Republican legislative leaders are trying to spin the string of losses in the veto session as not the only point of the gathering, describing the holding of the session as a success of sorts. Still, there’s no way to deny that some GOP lawmakers arrived at the Capitol with pledges that Edwards’ vetoes could be overturned, only to find they couldn’t accomplish anything.

House Republican leader Blake Miguez drove a truck to the Capitol that had a giant elephant statue perched in the back above a tailgate that read: “My name is Gumbeaux. I am here to veto override Governor John Bel Edwards.”

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House Speaker Clay Schexnayder was even bolder. The day before the veto session began, Schexnayder said he was “comfortable 100%” that his chamber had the votes to overturn the governor’s rejection of the transgender sports ban legislation — even though the House doesn’t have enough Republicans to reach a two-thirds vote to override a veto on its own.

Not only did the House speaker end up unable to follow through on his prediction, but his House couldn’t deliver the vote required for an override while Senate Republicans — who represent two-thirds of their chamber — narrowly got the votes they needed.

That difference is more notable because Schexnayder came out strongly in support of holding the veto session to override the transgender sports ban veto. Republican Senate President Page Cortez was more publicly reserved in his statements.

As he celebrated his victory, Edwards tried to strike a conciliatory tone. While he said he believed lawmakers reached the right decision to uphold his vetoes and acknowledged using some strong-arm political tactics, the Democratic governor tried to downplay the partisan overtones.

After all, he still faces a majority-Republican House and Senate.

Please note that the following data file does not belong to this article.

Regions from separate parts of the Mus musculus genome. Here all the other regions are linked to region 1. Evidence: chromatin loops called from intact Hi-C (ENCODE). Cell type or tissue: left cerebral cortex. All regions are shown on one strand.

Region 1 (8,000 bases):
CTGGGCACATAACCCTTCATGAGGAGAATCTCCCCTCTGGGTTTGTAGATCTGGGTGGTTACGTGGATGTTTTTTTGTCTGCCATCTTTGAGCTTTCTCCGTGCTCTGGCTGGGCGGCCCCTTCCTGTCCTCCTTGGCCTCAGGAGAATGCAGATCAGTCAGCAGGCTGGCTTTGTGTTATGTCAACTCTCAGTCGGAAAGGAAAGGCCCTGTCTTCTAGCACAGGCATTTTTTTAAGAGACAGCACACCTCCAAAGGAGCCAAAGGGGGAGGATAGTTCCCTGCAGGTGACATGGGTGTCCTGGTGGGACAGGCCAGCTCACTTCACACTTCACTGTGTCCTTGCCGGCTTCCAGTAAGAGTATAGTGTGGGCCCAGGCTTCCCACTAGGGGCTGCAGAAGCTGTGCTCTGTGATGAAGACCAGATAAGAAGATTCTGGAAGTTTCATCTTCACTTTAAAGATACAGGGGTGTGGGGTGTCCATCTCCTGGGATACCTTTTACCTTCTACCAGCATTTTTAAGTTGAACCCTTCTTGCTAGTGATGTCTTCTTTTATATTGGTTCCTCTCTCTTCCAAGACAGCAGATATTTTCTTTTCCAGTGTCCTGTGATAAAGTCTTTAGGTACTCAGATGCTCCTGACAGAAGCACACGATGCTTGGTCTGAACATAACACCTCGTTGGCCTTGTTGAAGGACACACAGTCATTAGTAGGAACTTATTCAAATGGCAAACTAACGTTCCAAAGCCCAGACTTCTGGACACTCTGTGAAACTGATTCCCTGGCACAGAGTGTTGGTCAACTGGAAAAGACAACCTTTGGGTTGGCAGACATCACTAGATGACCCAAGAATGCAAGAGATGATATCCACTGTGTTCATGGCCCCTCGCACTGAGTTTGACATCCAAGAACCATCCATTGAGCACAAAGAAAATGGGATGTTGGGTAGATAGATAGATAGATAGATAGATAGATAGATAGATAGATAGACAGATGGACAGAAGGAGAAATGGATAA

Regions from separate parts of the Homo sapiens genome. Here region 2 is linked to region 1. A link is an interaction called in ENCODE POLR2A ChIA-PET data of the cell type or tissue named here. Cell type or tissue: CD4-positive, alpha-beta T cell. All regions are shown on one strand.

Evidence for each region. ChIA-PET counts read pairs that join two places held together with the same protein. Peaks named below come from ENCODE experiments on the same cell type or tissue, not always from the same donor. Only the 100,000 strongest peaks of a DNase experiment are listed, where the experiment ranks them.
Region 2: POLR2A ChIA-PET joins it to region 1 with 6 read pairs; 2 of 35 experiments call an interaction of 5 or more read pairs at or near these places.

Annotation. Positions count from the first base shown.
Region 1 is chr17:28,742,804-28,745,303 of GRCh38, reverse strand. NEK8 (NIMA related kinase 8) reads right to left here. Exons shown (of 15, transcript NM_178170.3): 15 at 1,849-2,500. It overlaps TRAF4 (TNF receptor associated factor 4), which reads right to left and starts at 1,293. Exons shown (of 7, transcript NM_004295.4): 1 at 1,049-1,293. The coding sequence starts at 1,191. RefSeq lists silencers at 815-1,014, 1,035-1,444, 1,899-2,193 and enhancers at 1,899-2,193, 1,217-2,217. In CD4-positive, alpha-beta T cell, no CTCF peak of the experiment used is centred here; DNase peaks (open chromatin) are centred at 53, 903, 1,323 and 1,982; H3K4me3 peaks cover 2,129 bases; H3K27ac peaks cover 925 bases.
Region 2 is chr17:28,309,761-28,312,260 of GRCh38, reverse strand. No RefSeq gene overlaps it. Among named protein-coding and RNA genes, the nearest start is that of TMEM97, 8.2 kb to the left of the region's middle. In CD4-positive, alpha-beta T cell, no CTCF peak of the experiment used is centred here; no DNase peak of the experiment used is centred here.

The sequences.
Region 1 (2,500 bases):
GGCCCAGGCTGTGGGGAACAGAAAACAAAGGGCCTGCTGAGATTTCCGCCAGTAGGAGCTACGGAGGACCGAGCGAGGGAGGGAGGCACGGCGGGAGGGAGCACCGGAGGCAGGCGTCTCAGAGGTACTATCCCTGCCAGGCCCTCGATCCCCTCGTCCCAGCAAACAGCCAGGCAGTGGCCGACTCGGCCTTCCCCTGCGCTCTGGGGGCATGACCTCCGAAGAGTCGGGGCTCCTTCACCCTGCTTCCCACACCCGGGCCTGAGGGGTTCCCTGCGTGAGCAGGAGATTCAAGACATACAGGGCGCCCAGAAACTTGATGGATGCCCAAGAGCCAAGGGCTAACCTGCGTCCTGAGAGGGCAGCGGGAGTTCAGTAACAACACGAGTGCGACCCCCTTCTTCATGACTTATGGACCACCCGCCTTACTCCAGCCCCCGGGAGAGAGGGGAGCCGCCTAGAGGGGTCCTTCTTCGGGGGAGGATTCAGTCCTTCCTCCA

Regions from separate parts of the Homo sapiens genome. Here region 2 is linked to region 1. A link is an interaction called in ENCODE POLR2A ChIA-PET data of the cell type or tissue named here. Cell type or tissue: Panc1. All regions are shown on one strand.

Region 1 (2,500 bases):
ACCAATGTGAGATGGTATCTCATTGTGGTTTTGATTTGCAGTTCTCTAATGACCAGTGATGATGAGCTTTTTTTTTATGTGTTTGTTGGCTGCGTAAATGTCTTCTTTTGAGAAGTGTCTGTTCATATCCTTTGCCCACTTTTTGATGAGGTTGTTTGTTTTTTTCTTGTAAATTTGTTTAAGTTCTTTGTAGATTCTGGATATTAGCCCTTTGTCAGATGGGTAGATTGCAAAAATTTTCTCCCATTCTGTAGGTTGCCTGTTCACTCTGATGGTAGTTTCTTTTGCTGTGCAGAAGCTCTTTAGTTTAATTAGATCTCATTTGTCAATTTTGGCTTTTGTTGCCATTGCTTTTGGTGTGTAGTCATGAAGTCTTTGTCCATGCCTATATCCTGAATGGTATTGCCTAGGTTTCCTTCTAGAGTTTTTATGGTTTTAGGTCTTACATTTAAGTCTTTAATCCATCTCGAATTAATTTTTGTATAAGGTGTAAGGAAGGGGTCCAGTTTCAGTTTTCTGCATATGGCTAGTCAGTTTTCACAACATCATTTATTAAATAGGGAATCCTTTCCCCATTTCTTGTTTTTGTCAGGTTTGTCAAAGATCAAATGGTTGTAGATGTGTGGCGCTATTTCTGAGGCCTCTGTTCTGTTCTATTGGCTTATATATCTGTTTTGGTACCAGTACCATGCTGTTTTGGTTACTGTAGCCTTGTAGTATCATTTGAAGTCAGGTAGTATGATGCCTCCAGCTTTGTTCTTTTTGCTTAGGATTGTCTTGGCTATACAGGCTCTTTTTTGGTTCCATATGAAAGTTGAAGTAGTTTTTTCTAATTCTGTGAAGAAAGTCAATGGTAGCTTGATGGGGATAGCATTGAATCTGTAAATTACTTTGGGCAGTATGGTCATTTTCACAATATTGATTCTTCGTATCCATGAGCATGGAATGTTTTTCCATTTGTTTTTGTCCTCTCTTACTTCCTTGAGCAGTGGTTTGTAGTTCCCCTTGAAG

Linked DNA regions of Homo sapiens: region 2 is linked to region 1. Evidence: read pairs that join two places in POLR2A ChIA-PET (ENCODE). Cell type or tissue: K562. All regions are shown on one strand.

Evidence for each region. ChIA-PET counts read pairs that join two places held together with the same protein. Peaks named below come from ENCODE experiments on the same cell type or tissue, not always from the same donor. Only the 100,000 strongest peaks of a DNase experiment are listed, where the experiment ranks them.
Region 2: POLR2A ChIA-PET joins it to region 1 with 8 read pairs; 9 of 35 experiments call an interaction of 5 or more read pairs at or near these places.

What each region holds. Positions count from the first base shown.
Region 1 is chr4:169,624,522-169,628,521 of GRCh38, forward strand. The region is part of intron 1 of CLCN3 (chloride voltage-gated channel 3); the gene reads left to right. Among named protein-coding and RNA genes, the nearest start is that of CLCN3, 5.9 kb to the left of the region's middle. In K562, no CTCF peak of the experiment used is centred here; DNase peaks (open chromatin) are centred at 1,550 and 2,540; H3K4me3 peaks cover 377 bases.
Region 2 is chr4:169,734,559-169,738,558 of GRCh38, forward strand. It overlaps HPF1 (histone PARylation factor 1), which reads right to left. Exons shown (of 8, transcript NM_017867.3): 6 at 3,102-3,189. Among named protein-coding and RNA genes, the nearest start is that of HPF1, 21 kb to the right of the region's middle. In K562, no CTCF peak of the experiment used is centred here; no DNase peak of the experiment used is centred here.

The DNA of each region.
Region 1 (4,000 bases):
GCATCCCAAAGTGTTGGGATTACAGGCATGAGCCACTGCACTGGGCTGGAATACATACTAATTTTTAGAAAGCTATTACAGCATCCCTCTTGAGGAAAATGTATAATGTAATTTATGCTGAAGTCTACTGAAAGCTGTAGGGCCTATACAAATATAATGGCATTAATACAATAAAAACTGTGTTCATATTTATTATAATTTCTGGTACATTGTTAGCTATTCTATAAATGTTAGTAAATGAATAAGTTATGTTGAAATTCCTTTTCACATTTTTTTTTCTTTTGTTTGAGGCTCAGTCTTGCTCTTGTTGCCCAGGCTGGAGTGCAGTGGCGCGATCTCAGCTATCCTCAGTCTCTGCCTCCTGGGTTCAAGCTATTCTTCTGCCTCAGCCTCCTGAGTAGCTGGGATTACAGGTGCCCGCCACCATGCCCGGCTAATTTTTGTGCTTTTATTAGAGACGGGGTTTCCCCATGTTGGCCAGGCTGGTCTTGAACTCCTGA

“They’re still people that I intend to work with to move Louisiana forward over the next two-and-a-half years of the remainder of this term,” Edwards said. “We just had disagreements.”

But talk of bipartisanship seemed to be a stretch.

Republicans and Democrats were fundraising off the veto session feuds. The lawmakers who sponsored the vetoed bills pledged to return with them next year. And Democratic Party officials were gloating, while Republican Party officials were seeking retribution.

State GOP Chairman Louis Gurvich issued an angry statement insisting “there must be consequences” for the Democrats and independents — and Kenner Republican Rep. Joe Stagni — who refused to override the veto of the transgender sports ban measure.

Gurvich called on Schexnayder to replace all Democratic committee chairmen and threatened “a broader conversation about how the House of Representatives is run” if the House speaker didn’t make such changes.

Schexnayder also wasn’t talking about bipartisanship after his loss, issuing a statement saying: “Veto sessions should be the norm from now on.”

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EDITOR’S NOTE: Melinda Deslatte has covered Louisiana politics for The Associated Press since 2000. Follow her at http://twitter.com/melindadeslatte.